When firing blanks, the M13 or M13A1 blank-firing adaptor (BFA) is necessary in order to produce enough gas pressure to cycle the weapon with blanks. All ammunition must be fixed in a NATO standard M13 disintegrating metallic split-link belt to feed into the weapon.
The standard combat ammunition mix for the M60 consists of four ball (M80) cartridges and one tracer (M62) in belts of 100 rounds. The four-to-one ratio theoretically allows the gunner to accurately “walk” the fire into the enemy. Tracer bullets do not fly quite the same trajectory as ball, and weapon’s sights must be used for accurate fire—particularly at ranges in excess of 800 meters, where 7.62×51mm NATO tracer bullets usually burn out and are no longer visible. This is a problem for all weapons in this caliber using this tracer round.

Design flaws
An M60 machine gun aboard a Navy patrol craft with USS Constellation (CV-64) in the background.
At the time of the M60’s development, other designs, like the still unproven Belgian FN MAG and the proven German MG1 (MG42 derivative) had yet to enter production. In Army tests, the M60 proved fairly effective, but in the jungles of Southeast Asia in which it was soon used, it displayed a number of troubling issues.
A common complaint was the weapon’s weight; though M60 was among the lightest 7.62 mm machine guns of the era, the weapon was poorly balanced, and thus awkward to carry for long periods. The single most common complaint was that the M60 was unreliable in extreme conditions and prone to jamming and other malfunctions during heavy firing, especially when it was dirty. The humidity and mud of the jungles combined with powder fouling and grease/oil in the action of the M60 to produce severe stoppages unless kept dry and thoroughly cleaned with solvent after each engagement, a difficult proposition for many units.[citation needed] The M60 did best in aerial and static-defense roles where it could be stored in controlled conditions and regularly maintained by skilled personnel.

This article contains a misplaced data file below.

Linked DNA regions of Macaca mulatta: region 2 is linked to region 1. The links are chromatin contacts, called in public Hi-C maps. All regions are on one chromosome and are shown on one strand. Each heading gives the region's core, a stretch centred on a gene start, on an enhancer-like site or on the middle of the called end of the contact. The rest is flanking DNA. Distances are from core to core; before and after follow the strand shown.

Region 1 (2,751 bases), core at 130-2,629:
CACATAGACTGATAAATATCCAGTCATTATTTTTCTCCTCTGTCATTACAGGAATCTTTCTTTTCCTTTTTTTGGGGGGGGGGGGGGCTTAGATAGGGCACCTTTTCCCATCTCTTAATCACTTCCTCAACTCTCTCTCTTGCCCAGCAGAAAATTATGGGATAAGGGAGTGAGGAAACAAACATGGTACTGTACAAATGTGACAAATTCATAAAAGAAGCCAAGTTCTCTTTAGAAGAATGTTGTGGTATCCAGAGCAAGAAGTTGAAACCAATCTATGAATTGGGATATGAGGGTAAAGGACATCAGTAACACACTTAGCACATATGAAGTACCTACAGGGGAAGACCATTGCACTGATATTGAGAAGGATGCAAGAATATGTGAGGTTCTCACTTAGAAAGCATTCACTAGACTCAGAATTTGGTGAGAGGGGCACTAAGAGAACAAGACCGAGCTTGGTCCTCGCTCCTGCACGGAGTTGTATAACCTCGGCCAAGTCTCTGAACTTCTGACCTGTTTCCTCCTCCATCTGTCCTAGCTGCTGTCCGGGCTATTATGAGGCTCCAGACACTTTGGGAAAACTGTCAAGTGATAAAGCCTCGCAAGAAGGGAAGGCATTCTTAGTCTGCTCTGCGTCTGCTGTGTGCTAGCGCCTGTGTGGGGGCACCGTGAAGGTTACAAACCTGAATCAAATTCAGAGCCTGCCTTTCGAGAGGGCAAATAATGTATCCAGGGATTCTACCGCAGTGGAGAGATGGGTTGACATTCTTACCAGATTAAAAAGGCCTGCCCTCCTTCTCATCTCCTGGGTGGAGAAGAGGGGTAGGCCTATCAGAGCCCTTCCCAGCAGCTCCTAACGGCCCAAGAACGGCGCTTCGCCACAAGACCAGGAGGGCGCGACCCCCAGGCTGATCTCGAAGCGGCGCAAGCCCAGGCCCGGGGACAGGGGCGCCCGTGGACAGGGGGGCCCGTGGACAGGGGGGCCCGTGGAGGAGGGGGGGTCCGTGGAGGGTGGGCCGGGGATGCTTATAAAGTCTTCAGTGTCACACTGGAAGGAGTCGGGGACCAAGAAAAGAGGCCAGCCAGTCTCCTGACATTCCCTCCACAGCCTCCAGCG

The M60 sometimes (depending on the version) tore off the rims from fired cartridge cases during the extraction cycle, causing a jam that required a cleaning rod be rammed down the barrel to extract the torn cartridge, a potentially deadly procedure while under fire in combat. The barrel latch mechanism (a swinging lever) could catch on the gunner’s equipment and accidentally unlatch, causing the barrel to fall out of the gun. On new M60s, the lever was replaced with a push button mechanism that was less likely to be accidentally released, but few of the older M60s were modified due to expense, with many of the extant weapons still bearing them. A soldier from the 810th Military Police Company mans a 7.62 mm M60 machine gun atop an M998 Humvee during the Persian Gulf War’s Operation Desert Shield.
The grip/trigger housing assembly is held in place with a rather fragile leaf spring clip instead of the captive pins used in other designs. The spring clip has been known to be prone to breakage since the first trials at Aberdeen Proving Ground. Duct tape and cable ties have been seen on M60s in the field, placed there by their crews in case the spring clip breaks. The sear in the trigger mechanism gained a reputation for wearing down, and a malfunction could cause the gun to “run away”.[11] A second sear notch was eventually added to the operating rod to reduce the chance of this happening.